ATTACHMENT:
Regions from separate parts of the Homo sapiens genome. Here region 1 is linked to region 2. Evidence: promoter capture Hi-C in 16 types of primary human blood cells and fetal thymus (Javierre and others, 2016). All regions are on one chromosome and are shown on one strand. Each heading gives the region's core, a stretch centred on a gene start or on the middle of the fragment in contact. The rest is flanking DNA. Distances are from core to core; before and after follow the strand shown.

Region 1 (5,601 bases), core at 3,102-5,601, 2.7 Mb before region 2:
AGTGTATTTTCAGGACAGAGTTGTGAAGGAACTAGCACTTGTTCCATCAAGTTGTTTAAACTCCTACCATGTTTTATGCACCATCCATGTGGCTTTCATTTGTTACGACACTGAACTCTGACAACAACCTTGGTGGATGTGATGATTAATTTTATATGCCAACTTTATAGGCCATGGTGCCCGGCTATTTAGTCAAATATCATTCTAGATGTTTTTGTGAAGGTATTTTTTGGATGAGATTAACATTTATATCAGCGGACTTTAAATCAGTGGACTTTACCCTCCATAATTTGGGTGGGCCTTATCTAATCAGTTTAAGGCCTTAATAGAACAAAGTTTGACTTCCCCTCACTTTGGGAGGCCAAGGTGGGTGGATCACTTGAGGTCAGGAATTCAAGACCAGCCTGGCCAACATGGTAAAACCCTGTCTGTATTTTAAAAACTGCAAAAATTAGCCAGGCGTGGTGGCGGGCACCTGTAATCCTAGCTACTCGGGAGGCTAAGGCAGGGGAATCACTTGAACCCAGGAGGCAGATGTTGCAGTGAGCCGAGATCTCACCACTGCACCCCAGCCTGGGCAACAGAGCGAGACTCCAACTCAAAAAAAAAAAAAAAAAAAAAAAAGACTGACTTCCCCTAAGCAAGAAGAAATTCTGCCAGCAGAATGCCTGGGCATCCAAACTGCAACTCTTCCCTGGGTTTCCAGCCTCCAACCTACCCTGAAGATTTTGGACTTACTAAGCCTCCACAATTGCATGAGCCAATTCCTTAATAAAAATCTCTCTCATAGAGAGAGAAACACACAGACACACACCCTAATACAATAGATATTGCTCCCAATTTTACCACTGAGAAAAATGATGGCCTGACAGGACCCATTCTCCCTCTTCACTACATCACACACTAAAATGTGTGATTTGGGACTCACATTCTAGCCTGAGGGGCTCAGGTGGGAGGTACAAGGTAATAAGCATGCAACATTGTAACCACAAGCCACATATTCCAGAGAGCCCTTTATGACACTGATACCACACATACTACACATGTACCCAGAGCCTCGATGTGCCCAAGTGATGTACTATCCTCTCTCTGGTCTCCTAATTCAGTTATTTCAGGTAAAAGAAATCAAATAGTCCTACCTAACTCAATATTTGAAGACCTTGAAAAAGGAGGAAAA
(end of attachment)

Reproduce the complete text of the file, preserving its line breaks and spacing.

Regions from separate parts of the Homo sapiens genome. Here region 1 is linked to region 2. Evidence: promoter capture Hi-C in 16 types of primary human blood cells and fetal thymus (Javierre and others, 2016). All regions are on one chromosome and are shown on one strand. Each heading gives the region's core, a stretch centred on a gene start or on the middle of the fragment in contact. The rest is flanking DNA. Distances are from core to core; before and after follow the strand shown.

Region 1 (5,601 bases), core at 3,102-5,601, 2.7 Mb before region 2:
AGTGTATTTTCAGGACAGAGTTGTGAAGGAACTAGCACTTGTTCCATCAAGTTGTTTAAACTCCTACCATGTTTTATGCACCATCCATGTGGCTTTCATTTGTTACGACACTGAACTCTGACAACAACCTTGGTGGATGTGATGATTAATTTTATATGCCAACTTTATAGGCCATGGTGCCCGGCTATTTAGTCAAATATCATTCTAGATGTTTTTGTGAAGGTATTTTTTGGATGAGATTAACATTTATATCAGCGGACTTTAAATCAGTGGACTTTACCCTCCATAATTTGGGTGGGCCTTATCTAATCAGTTTAAGGCCTTAATAGAACAAAGTTTGACTTCCCCTCACTTTGGGAGGCCAAGGTGGGTGGATCACTTGAGGTCAGGAATTCAAGACCAGCCTGGCCAACATGGTAAAACCCTGTCTGTATTTTAAAAACTGCAAAAATTAGCCAGGCGTGGTGGCGGGCACCTGTAATCCTAGCTACTCGGGAGGCTAAGGCAGGGGAATCACTTGAACCCAGGAGGCAGATGTTGCAGTGAGCCGAGATCTCACCACTGCACCCCAGCCTGGGCAACAGAGCGAGACTCCAACTCAAAAAAAAAAAAAAAAAAAAAAAAGACTGACTTCCCCTAAGCAAGAAGAAATTCTGCCAGCAGAATGCCTGGGCATCCAAACTGCAACTCTTCCCTGGGTTTCCAGCCTCCAACCTACCCTGAAGATTTTGGACTTACTAAGCCTCCACAATTGCATGAGCCAATTCCTTAATAAAAATCTCTCTCATAGAGAGAGAAACACACAGACACACACCCTAATACAATAGATATTGCTCCCAATTTTACCACTGAGAAAAATGATGGCCTGACAGGACCCATTCTCCCTCTTCACTACATCACACACTAAAATGTGTGATTTGGGACTCACATTCTAGCCTGAGGGGCTCAGGTGGGAGGTACAAGGTAATAAGCATGCAACATTGTAACCACAAGCCACATATTCCAGAGAGCCCTTTATGACACTGATACCACACATACTACACATGTACCCAGAGCCTCGATGTGCCCAAGTGATGTACTATCCTCTCTCTGGTCTCCTAATTCAGTTATTTCAGGTAAAAGAAATCAAATAGTCCTACCTAACTCAATATTTGAAGACCTTGAAAAAGGAGGAAAA